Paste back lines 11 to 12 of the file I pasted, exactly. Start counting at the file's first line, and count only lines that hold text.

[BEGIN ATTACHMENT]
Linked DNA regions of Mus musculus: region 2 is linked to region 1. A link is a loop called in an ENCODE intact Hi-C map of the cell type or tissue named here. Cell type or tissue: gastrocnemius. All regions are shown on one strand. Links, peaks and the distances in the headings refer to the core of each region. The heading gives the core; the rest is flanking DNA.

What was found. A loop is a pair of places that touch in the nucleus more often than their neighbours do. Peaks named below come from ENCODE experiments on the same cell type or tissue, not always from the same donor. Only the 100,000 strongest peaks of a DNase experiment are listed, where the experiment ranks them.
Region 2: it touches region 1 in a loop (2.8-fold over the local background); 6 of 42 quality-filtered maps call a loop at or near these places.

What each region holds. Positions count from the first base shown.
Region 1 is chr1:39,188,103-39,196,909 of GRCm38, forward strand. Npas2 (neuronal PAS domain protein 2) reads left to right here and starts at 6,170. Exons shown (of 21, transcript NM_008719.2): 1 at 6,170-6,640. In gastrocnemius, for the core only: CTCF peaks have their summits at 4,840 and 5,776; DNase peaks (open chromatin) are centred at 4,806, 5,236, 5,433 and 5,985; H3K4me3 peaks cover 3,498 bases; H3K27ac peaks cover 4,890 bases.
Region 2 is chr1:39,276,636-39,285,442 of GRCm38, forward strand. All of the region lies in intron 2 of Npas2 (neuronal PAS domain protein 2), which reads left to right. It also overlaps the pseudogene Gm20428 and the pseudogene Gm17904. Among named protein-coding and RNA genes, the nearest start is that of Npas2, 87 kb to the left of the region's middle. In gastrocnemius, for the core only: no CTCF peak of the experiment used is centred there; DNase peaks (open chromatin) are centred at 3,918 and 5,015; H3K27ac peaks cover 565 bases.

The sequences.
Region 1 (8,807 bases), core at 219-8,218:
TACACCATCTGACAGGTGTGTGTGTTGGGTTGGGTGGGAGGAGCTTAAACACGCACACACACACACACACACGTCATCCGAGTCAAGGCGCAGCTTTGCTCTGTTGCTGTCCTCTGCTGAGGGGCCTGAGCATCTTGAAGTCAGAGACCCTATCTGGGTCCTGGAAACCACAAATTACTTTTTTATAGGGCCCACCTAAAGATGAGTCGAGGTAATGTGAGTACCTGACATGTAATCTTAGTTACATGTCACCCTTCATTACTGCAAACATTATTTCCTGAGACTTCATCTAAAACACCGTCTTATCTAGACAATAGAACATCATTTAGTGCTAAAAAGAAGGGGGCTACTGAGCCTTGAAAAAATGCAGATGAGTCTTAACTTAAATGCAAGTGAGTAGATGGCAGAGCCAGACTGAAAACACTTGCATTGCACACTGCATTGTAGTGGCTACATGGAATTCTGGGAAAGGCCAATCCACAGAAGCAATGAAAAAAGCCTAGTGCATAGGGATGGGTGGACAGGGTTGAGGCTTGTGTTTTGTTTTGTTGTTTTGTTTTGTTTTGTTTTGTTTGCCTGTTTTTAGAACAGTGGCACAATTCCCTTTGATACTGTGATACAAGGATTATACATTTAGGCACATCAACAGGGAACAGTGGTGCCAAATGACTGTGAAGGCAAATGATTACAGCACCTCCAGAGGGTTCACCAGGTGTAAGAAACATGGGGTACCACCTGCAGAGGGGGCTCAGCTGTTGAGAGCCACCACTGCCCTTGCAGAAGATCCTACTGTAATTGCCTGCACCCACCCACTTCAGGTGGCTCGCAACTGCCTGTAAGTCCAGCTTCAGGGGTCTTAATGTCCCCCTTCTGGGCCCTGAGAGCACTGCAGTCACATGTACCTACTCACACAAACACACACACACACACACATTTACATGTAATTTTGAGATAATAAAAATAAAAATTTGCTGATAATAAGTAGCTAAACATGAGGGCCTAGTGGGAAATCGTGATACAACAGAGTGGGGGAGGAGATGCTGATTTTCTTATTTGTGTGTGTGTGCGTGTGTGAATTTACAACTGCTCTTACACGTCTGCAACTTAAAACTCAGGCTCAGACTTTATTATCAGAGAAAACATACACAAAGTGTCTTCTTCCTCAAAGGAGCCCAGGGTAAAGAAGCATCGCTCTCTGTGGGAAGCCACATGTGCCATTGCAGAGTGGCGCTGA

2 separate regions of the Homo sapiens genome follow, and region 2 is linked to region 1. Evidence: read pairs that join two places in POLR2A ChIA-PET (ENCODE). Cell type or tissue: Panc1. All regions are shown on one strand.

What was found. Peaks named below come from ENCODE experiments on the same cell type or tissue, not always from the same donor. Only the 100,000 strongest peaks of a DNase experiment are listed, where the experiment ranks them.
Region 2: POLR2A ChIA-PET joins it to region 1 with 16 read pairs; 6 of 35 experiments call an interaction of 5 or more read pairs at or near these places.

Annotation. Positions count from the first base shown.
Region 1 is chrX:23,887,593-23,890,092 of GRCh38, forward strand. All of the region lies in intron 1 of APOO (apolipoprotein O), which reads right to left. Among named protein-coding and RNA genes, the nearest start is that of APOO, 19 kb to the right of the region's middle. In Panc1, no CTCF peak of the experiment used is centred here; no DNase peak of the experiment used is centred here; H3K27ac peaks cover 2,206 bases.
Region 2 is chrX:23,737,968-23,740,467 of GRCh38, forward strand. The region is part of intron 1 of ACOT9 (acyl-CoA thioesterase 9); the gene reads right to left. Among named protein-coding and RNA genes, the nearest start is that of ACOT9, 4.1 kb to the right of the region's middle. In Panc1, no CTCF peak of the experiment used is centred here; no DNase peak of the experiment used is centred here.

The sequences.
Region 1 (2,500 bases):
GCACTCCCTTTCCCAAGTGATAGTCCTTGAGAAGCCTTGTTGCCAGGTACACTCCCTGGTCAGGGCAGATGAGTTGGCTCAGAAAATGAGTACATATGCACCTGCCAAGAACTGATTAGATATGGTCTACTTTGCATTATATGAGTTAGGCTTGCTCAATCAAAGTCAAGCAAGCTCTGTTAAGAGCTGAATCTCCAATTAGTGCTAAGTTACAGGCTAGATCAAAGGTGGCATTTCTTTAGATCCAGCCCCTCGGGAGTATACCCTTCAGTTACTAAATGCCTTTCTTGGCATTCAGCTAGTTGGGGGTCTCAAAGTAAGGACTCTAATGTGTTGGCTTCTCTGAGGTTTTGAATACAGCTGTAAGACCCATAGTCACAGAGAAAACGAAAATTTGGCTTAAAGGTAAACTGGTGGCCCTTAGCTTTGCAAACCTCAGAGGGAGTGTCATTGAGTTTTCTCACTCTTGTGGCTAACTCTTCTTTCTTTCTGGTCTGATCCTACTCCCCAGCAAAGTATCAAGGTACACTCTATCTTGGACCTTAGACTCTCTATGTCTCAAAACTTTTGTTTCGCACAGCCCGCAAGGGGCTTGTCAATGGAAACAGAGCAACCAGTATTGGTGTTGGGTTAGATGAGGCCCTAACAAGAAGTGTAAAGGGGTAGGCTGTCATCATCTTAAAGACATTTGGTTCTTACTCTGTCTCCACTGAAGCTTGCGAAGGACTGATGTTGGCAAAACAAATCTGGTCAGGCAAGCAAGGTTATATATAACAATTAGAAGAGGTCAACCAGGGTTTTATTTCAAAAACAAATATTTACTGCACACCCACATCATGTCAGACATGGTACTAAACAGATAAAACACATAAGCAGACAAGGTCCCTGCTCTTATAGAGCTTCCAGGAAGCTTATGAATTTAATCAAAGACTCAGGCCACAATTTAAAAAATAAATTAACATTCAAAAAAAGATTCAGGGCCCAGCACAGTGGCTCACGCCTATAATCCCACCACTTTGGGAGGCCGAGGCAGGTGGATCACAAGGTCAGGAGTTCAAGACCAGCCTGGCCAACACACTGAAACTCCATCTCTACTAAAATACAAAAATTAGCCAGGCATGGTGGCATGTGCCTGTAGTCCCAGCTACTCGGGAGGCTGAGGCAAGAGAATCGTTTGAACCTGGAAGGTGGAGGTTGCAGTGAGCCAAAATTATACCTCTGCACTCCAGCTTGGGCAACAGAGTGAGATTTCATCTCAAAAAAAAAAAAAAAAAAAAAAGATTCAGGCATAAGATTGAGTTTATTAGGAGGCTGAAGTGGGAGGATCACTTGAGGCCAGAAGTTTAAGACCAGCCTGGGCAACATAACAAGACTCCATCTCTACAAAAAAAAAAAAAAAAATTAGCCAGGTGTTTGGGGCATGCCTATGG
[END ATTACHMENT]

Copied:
What was found. Peaks named below come from ENCODE experiments on the same cell type or tissue, not always from the same donor. Only the 100,000 strongest peaks of a DNase experiment are listed, where the experiment ranks them.
Region 2: POLR2A ChIA-PET joins it to region 1 with 16 read pairs; 6 of 35 experiments call an interaction of 5 or more read pairs at or near these places.